New Cervical Cancer Screening Guidelines from the American Cancer Society Risk Reversing Decades of Progress Made Against Cervical Cancer
If followed, guidelines would reduce ability of women and their doctors to choose widely adopted Pap-based testing strategies that have proven highly effective
MARLBOROUGH, Mass.--(BUSINESS WIRE)-- Hologic, Inc. (Nasdaq: HOLX) is disappointed that the American Cancer Society (ACS) has released guidelines for cervical cancer screening that significantly diverge from those of other leading medical and governmental institutions, including the American College of Obstetricians and Gynecologists (ACOG), the United States Preventive Services Task Force (USPSTF) and the Women’s Preventive Services Initiative (WPSI). By moving toward limiting options for women and overlooking critical data that supports time-tested screening strategies, the ACS now stands alone as an outlier among these organizations and institutions.
The rate of cervical cancer, which was a leading cause of death among women, has fallen by more than 70 percent since the Pap test was introduced over 50 years ago.1,2 Previously, cervical cancer was the leading cause of cancer death in women, but now it is the fourteenth most frequent.3,4 However, with the lengthening of screening intervals, cervical cancer rates have stagnated across the screening population and are increasing in some populations.5 So it is unclear why the ACS would want to put women’s health at risk by moving toward a future screening paradigm in which the preferred approach does not include the Pap test, and younger women – those under 25 years of age – would be excluded from screening altogether.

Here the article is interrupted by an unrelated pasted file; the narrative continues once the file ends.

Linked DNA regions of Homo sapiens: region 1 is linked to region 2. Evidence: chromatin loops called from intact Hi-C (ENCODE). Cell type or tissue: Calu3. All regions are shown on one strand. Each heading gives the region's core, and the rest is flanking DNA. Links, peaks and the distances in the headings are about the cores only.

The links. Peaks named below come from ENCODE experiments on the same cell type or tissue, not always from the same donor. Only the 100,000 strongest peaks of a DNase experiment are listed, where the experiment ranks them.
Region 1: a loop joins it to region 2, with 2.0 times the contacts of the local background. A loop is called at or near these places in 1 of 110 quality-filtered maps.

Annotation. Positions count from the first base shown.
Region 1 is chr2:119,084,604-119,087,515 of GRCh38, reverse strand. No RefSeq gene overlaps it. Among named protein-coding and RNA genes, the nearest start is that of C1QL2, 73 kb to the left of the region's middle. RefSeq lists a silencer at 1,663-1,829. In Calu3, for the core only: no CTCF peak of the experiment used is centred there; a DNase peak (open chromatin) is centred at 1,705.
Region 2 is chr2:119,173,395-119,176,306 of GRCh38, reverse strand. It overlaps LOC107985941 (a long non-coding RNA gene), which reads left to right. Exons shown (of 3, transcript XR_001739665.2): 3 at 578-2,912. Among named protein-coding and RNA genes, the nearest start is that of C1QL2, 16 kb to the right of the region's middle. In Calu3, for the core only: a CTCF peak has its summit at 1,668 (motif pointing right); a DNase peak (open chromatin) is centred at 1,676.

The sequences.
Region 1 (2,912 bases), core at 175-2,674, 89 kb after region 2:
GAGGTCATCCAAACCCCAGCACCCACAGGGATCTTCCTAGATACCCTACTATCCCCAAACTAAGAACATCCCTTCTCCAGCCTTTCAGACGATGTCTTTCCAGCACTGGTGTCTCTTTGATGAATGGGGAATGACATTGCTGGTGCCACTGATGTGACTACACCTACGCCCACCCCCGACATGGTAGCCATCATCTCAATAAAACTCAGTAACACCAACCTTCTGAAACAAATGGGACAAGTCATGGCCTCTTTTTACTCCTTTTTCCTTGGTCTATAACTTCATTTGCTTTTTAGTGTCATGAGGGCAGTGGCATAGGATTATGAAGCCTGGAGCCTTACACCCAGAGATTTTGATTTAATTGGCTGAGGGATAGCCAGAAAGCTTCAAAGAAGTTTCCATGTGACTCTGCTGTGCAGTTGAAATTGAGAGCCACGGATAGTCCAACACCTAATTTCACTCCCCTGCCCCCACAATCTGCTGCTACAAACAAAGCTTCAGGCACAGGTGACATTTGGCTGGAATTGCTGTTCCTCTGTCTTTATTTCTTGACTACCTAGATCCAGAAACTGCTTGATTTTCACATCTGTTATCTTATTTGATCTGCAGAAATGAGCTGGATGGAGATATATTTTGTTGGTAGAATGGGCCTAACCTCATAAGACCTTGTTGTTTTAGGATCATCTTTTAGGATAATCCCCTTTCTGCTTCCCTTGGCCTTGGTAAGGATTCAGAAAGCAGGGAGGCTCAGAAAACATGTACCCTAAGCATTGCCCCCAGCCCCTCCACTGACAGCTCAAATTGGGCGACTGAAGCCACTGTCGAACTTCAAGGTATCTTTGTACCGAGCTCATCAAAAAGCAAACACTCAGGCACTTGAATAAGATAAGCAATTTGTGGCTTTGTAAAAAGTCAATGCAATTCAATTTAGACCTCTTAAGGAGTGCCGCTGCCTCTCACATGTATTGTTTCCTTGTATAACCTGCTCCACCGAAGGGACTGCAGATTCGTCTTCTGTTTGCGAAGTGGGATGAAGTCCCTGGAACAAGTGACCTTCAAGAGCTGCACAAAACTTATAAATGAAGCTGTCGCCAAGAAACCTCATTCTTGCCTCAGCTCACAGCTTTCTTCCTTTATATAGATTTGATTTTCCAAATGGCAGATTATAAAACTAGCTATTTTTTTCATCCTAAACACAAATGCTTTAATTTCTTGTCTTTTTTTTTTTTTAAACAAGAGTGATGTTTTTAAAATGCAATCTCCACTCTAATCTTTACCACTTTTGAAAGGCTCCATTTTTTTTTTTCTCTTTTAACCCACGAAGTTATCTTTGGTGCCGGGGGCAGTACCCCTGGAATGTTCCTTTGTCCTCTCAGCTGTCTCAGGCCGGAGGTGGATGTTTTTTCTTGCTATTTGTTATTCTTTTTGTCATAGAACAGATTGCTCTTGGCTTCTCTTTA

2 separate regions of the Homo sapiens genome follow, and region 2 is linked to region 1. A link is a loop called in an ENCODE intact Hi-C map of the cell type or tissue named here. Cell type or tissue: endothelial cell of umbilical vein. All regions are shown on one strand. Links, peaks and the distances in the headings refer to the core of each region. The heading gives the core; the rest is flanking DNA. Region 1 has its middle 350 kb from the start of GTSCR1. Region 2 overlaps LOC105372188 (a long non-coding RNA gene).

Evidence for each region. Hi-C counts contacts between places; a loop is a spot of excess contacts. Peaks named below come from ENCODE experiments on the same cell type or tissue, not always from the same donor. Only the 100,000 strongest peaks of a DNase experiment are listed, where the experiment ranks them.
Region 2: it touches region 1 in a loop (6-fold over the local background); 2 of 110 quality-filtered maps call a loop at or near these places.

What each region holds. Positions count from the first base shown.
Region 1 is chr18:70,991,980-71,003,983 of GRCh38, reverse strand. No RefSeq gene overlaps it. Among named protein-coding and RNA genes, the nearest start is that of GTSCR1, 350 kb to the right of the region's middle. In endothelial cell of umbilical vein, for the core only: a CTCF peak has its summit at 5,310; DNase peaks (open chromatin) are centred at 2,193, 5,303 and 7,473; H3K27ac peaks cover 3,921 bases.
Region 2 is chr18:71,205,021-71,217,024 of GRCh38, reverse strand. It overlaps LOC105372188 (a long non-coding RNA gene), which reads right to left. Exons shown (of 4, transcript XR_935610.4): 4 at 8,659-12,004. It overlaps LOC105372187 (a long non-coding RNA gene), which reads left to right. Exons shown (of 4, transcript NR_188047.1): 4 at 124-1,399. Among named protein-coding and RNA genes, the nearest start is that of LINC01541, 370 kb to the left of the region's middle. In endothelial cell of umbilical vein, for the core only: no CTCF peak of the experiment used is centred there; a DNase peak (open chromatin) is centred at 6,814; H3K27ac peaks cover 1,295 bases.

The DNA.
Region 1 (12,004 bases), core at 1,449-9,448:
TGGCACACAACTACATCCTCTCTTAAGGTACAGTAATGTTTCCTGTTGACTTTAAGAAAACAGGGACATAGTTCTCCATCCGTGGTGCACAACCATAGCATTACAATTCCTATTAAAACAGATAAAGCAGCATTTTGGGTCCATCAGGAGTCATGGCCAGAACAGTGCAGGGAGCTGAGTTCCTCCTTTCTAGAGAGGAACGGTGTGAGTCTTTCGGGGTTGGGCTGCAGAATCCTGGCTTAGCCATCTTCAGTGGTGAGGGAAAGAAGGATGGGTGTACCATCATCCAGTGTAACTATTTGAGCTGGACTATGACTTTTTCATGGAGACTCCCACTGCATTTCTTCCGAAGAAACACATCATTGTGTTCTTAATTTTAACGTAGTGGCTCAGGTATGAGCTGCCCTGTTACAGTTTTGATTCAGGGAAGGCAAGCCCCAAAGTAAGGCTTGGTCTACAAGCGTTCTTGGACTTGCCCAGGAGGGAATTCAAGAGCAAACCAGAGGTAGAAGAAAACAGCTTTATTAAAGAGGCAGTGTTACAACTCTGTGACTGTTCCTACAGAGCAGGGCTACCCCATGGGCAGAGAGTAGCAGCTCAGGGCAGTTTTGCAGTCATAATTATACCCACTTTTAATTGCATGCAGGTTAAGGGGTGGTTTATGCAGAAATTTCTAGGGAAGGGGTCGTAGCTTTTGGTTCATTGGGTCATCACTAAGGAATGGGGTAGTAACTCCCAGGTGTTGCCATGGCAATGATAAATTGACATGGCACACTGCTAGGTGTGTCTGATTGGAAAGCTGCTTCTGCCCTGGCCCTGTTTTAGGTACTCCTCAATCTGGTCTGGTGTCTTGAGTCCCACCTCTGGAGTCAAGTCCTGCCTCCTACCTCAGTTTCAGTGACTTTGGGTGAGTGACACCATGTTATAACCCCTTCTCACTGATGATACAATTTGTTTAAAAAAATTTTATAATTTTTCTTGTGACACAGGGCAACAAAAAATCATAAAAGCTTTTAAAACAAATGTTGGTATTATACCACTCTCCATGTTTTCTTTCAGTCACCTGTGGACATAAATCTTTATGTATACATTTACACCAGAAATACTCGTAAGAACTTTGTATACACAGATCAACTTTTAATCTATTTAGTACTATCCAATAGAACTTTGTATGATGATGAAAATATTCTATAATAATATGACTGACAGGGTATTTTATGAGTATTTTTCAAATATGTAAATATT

Importantly, the ACS guidelines are based on a proprietary model, the details of which have not been available to the scientific community for analysis, and conclusions based on this model are inherently contradictory. Specifically, the model predicts the identification of more treatable pre-cancer (CIN2 and CIN3) using the current standard of care over the newly recommended approach, yet counter-intuitively it also predicts increased rates of cancer incidence and death using the current standard of care.